Perils of being a conservative at Williams

When you hear the words “Gore-Lieberman 2000,” “New York Senate race” and “Supreme Court appointments,” there are certain standard ideas that leap to mind. Well, there are people on this campus for whom the gut reaction to those words and phrases is different from these. And I’m one of those people.

Hi. My name is Olesia, and I’m a conservative. And I have come to the conclusion that there is no general acceptance on this campus for opinions that do not coincide with the mainstream attitude. This was most clearly demonstrated to me last year during the “Whose Responsibility Is It?” campaign. For those who were not here or do not remember, the campaign, led by Biniam Gebre ’00, aimed to call the campus’ attention to the presence of people less fortunate and to counteract the so-called “Purple Bubble” effect. (The theory goes, once students settle into Williams life, they cease to pay attention to world affairs or acknowledge the existence of people fundamentally unlike themselves.)

The campus was decorated with placards containing striking quotes and statistics, poster paper on which people were to write their opinions on the campaign and the issues it raised, and poster-sized photos of, for example, starving children in third world countries: all well-intended efforts to gain support for those in need. This campaign also had an undeniably liberal tenor: “social justice” was clearly the theme, and social justice is a token phrase of the enlightened liberal agenda.

At some point during the campaign, a few students noticed that there was an oppressed group of people nowhere represented in the campaign: the unborn. That’s right: shockingly, this overwhelmingly liberal effort failed to espouse the pro-life cause, which has of course long been associated with the conservative agenda. The campaign leaders were allowed to make their own decisions about which issues their work would spotlight. That’s only fair.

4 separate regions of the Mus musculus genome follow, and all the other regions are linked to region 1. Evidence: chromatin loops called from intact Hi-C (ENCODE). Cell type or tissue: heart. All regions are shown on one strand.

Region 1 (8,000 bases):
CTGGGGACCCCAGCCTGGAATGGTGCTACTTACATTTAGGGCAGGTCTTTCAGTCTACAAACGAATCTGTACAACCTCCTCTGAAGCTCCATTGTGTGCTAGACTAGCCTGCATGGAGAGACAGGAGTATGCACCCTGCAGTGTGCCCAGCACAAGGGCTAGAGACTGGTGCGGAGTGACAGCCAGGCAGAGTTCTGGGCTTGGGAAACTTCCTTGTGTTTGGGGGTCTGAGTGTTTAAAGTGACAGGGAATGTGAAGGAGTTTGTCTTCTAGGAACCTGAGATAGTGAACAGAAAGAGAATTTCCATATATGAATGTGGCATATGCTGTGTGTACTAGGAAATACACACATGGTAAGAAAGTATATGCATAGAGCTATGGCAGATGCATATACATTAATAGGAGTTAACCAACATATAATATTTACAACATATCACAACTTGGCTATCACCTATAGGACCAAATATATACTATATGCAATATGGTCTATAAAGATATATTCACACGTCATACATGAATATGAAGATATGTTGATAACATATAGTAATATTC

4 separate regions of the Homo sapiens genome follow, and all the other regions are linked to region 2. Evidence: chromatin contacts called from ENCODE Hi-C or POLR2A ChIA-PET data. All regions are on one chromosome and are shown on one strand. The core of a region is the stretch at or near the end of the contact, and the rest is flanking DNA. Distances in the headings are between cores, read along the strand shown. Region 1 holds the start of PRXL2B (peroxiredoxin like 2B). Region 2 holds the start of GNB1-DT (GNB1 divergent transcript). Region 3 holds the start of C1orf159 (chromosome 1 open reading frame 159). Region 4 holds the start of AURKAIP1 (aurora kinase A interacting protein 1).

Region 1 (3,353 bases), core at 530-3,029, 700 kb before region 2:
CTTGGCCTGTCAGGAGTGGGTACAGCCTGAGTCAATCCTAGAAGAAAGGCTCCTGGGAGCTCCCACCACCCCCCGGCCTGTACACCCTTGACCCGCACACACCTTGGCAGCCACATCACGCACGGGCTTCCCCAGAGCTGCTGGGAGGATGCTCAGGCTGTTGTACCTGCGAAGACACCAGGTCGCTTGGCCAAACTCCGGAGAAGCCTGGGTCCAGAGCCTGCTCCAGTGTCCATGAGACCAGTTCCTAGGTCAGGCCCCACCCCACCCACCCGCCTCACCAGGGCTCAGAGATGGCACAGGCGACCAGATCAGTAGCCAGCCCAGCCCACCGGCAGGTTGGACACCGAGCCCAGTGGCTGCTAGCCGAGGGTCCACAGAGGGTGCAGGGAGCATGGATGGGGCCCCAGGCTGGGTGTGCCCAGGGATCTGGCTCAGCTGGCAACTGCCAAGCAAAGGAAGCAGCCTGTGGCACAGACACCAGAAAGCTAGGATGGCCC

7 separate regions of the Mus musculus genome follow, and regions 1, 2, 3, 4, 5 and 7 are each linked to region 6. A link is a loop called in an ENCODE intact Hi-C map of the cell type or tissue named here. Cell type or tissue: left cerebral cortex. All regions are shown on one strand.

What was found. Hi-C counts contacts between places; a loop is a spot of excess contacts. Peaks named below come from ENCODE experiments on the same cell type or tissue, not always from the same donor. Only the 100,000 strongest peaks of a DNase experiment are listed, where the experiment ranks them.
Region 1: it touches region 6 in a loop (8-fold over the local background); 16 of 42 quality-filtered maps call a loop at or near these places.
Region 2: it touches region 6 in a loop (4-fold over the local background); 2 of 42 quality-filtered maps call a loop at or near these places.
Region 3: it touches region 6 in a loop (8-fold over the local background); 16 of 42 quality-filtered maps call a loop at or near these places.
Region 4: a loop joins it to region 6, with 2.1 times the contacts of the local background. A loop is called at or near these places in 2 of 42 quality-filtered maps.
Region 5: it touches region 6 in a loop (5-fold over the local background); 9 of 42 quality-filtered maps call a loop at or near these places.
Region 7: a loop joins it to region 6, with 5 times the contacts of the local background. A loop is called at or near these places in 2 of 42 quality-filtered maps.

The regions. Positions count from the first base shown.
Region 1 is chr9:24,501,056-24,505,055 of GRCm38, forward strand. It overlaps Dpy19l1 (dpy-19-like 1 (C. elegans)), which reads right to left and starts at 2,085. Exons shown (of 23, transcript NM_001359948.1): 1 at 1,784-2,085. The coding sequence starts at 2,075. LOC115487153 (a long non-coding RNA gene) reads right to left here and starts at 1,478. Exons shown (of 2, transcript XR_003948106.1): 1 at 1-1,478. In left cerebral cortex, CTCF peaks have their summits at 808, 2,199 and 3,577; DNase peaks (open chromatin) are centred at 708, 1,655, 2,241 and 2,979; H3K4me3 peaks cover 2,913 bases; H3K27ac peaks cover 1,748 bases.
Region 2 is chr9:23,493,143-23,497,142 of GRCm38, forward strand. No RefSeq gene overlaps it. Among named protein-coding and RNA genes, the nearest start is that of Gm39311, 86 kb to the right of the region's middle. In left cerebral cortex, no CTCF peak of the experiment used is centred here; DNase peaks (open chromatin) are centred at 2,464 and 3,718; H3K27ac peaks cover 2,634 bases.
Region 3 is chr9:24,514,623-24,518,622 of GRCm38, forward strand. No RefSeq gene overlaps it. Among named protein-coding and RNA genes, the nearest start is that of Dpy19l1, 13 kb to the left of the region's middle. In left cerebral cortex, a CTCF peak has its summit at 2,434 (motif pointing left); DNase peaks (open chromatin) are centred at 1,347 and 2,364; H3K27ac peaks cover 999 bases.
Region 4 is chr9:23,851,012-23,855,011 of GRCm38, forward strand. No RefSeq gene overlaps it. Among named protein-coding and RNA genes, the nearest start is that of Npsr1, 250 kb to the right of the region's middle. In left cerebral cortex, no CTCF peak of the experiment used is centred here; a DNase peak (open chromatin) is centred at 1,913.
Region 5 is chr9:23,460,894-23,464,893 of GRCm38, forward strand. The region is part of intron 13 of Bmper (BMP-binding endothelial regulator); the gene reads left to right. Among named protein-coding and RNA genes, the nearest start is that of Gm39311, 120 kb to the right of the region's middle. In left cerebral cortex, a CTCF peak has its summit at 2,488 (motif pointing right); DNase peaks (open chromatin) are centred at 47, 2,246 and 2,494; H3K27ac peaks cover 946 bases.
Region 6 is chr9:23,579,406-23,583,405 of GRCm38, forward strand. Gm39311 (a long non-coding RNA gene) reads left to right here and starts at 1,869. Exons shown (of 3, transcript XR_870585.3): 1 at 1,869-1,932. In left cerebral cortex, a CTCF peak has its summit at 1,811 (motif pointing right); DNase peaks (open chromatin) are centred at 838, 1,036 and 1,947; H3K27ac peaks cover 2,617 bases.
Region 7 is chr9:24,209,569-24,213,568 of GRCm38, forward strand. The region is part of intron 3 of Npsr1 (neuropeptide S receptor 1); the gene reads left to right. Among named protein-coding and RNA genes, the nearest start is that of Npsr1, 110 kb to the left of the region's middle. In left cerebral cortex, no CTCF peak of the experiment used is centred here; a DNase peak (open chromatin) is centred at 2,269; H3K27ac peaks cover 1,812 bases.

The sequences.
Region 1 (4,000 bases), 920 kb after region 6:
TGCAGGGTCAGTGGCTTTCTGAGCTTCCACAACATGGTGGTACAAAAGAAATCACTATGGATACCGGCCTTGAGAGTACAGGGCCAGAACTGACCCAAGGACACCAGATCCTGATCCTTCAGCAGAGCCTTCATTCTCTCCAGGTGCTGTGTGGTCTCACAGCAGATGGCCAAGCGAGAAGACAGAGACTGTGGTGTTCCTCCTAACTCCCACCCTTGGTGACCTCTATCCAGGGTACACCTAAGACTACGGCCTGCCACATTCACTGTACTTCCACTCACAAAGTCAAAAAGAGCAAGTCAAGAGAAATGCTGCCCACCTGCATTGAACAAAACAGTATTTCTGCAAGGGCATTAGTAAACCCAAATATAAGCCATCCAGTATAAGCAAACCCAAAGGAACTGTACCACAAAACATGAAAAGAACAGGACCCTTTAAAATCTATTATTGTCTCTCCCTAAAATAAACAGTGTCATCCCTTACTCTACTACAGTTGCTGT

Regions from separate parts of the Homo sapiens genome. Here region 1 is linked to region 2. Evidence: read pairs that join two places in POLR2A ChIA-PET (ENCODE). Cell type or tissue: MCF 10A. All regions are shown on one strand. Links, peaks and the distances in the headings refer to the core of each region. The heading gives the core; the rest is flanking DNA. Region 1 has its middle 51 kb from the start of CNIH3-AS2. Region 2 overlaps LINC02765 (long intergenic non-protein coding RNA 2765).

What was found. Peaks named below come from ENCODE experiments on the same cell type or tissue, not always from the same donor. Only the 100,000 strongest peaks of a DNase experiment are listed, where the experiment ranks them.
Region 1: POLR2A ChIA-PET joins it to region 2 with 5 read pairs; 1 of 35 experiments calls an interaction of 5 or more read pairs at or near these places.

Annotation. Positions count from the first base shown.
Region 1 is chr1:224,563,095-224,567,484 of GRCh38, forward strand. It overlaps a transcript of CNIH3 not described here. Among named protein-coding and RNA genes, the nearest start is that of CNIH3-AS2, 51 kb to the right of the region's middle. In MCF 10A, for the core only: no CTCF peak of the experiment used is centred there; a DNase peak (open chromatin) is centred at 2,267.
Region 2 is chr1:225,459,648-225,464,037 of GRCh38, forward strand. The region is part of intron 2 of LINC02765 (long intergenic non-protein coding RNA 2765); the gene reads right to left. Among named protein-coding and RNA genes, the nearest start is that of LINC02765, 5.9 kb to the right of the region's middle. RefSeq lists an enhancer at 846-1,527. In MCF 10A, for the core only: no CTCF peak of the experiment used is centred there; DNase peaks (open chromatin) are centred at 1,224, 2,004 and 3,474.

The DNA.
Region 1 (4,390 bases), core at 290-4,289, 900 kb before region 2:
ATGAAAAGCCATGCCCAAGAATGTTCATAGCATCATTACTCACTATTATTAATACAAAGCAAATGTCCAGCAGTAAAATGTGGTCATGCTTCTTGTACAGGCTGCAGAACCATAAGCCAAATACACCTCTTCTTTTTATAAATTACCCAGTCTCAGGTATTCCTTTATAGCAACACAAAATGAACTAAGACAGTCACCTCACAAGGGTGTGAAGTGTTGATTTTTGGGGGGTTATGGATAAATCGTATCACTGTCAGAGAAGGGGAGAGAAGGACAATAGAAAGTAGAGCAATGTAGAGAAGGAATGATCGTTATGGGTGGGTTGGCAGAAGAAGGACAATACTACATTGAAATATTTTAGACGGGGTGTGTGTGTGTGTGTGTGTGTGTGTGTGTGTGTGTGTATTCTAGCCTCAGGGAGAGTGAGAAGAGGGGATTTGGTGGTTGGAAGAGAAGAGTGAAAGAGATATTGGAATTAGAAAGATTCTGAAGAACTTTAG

So the people who noticed the omission decided that they would themselves take responsibility (hmm…) and put up posters that contained pro-life messages and information in Baxter, Griffin and Hopkins Halls, among other places. Some of the posters also contained graphic photos (not unlike the photos associated with the “Responsibility” initiative). Because they were posted in a very public setting, they were covered with black fabric – if you wanted to see the pictures, you could, but no innocent or unsuspecting person was going to be assaulted by pro-life propaganda. The first set of posters in Baxter lasted a matter of hours. It was replaced by a second batch, which did not even last an hour. Issues of vandalism, if I recall correctly, were also raised in conjunction with the “Responsibility” decorations. In the case of the pro-life postings, the person responsible for removing them identified himself or herself. This person was never punished; apparently the controversy of the pro-life issue was such that the deans did not think that it would be appropriate to take action.

This situation is an excellent illustration of my point. Like the “Responsibility” posters, the pro-life literature was the property of someone other than the vandal. To the best of my knowledge, the people responsible for vandalizing the “Responsibility” effort’s decorations were never identified. But this campus heard about that destruction anyway. The only source from which I heard about the destruction of the pro-life information was the Newman Society listserver. When traditionally liberal causes – gay pride, anti-racism, social justice – are threatened, there is a positive uproar on this campus. When conservative ideals are attacked, there is silence. Ironically, in this community of acceptance and tolerance, the only thing it is not “okay” to be is a conservative.